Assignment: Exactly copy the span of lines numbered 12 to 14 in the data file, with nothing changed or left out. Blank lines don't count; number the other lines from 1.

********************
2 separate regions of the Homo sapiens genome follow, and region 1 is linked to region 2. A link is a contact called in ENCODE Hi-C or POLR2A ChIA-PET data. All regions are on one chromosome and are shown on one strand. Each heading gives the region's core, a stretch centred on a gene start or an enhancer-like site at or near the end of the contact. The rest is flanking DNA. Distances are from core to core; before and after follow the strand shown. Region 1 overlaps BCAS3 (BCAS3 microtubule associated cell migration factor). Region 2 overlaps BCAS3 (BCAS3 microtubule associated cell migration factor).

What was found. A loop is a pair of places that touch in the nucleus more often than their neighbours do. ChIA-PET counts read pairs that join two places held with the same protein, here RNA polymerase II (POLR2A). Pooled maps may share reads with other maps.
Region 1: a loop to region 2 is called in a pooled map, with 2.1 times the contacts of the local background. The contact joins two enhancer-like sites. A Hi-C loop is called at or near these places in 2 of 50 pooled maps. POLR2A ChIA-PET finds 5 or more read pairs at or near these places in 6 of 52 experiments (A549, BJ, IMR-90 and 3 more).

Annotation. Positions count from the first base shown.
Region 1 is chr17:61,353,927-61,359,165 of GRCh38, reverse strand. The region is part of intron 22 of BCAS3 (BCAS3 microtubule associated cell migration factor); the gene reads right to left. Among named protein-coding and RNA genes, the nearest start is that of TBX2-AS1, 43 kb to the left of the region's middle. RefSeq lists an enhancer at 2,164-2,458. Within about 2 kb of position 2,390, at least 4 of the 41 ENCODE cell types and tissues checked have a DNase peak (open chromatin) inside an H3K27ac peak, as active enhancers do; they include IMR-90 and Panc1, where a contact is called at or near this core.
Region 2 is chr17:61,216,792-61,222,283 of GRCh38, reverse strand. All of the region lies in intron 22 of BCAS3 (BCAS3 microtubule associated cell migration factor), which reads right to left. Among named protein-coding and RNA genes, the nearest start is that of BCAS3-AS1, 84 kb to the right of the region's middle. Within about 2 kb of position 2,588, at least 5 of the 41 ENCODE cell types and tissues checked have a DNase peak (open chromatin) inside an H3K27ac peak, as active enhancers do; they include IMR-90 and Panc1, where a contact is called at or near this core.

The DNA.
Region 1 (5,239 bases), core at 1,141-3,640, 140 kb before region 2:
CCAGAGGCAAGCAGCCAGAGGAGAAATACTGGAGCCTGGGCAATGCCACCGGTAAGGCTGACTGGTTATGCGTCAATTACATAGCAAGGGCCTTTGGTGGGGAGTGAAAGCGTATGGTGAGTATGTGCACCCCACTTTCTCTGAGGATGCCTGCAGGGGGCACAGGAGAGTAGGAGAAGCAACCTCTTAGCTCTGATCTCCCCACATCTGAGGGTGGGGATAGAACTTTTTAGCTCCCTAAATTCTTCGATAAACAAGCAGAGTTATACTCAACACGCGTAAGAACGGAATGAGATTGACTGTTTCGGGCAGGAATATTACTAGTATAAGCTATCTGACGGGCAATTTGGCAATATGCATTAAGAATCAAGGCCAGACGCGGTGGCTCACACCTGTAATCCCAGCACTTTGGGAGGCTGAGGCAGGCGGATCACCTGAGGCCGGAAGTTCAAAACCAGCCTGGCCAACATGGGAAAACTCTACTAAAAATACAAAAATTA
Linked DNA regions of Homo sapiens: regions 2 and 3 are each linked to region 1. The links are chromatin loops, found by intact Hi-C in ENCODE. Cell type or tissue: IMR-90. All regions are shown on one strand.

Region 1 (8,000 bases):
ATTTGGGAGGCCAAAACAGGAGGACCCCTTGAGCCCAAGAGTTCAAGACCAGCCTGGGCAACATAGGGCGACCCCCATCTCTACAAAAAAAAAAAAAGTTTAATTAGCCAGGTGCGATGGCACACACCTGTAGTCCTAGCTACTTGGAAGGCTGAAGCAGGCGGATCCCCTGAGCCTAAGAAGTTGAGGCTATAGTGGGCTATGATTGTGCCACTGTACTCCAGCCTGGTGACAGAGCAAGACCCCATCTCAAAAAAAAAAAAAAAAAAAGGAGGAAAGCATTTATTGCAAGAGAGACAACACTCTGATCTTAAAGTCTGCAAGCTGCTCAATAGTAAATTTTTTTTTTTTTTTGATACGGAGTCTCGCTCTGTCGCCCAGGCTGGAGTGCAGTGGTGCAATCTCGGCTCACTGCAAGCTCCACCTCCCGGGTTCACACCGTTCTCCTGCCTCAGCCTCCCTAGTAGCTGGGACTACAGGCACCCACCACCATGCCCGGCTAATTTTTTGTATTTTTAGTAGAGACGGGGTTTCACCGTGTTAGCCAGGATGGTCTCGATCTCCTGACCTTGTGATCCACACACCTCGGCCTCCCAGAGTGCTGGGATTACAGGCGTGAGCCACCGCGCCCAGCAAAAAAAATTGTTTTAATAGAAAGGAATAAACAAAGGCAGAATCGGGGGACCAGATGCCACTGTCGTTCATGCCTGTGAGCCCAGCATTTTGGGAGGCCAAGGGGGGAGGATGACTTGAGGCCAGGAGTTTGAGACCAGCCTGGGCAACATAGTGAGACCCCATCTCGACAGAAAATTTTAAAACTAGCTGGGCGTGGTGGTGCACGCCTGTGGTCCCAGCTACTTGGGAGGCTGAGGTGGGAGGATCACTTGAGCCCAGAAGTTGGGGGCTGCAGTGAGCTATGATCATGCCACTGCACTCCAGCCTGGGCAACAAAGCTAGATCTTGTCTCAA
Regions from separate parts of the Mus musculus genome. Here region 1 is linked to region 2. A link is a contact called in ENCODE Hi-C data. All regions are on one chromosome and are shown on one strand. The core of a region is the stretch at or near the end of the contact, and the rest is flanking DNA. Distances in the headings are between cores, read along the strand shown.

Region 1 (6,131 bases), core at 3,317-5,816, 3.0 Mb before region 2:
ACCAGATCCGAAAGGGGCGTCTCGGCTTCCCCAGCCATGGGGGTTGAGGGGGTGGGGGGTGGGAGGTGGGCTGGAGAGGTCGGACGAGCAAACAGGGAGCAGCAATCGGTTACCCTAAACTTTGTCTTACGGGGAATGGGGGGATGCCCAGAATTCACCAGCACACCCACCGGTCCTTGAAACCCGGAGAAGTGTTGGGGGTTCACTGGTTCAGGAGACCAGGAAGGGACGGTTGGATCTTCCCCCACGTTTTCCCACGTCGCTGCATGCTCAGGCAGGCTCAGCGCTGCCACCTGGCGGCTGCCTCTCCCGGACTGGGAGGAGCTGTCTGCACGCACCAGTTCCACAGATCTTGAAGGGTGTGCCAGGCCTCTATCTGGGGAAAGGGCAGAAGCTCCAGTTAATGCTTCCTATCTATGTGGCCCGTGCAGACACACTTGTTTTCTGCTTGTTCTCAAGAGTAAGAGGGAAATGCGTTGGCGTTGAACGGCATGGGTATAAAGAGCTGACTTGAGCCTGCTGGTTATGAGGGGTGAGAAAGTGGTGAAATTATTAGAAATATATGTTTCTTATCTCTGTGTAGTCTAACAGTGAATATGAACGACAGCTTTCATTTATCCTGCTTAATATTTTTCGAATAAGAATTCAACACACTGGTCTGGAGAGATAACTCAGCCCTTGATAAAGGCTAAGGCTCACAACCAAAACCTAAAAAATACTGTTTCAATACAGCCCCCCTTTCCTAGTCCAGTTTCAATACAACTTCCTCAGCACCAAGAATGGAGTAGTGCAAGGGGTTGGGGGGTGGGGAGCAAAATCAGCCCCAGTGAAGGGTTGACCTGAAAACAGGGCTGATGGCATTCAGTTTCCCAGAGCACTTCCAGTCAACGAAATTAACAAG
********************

ATTTGGGAGGCCAAAACAGGAGGACCCCTTGAGCCCAAGAGTTCAAGACCAGCCTGGGCAACATAGGGCGACCCCCATCTCTACAAAAAAAAAAAAAGTTTAATTAGCCAGGTGCGATGGCACACACCTGTAGTCCTAGCTACTTGGAAGGCTGAAGCAGGCGGATCCCCTGAGCCTAAGAAGTTGAGGCTATAGTGGGCTATGATTGTGCCACTGTACTCCAGCCTGGTGACAGAGCAAGACCCCATCTCAAAAAAAAAAAAAAAAAAAGGAGGAAAGCATTTATTGCAAGAGAGACAACACTCTGATCTTAAAGTCTGCAAGCTGCTCAATAGTAAATTTTTTTTTTTTTTTGATACGGAGTCTCGCTCTGTCGCCCAGGCTGGAGTGCAGTGGTGCAATCTCGGCTCACTGCAAGCTCCACCTCCCGGGTTCACACCGTTCTCCTGCCTCAGCCTCCCTAGTAGCTGGGACTACAGGCACCCACCACCATGCCCGGCTAATTTTTTGTATTTTTAGTAGAGACGGGGTTTCACCGTGTTAGCCAGGATGGTCTCGATCTCCTGACCTTGTGATCCACACACCTCGGCCTCCCAGAGTGCTGGGATTACAGGCGTGAGCCACCGCGCCCAGCAAAAAAAATTGTTTTAATAGAAAGGAATAAACAAAGGCAGAATCGGGGGACCAGATGCCACTGTCGTTCATGCCTGTGAGCCCAGCATTTTGGGAGGCCAAGGGGGGAGGATGACTTGAGGCCAGGAGTTTGAGACCAGCCTGGGCAACATAGTGAGACCCCATCTCGACAGAAAATTTTAAAACTAGCTGGGCGTGGTGGTGCACGCCTGTGGTCCCAGCTACTTGGGAGGCTGAGGTGGGAGGATCACTTGAGCCCAGAAGTTGGGGGCTGCAGTGAGCTATGATCATGCCACTGCACTCCAGCCTGGGCAACAAAGCTAGATCTTGTCTCAA
Regions from separate parts of the Mus musculus genome. Here region 1 is linked to region 2. A link is a contact called in ENCODE Hi-C data. All regions are on one chromosome and are shown on one strand. The core of a region is the stretch at or near the end of the contact, and the rest is flanking DNA. Distances in the headings are between cores, read along the strand shown.

Region 1 (6,131 bases), core at 3,317-5,816, 3.0 Mb before region 2: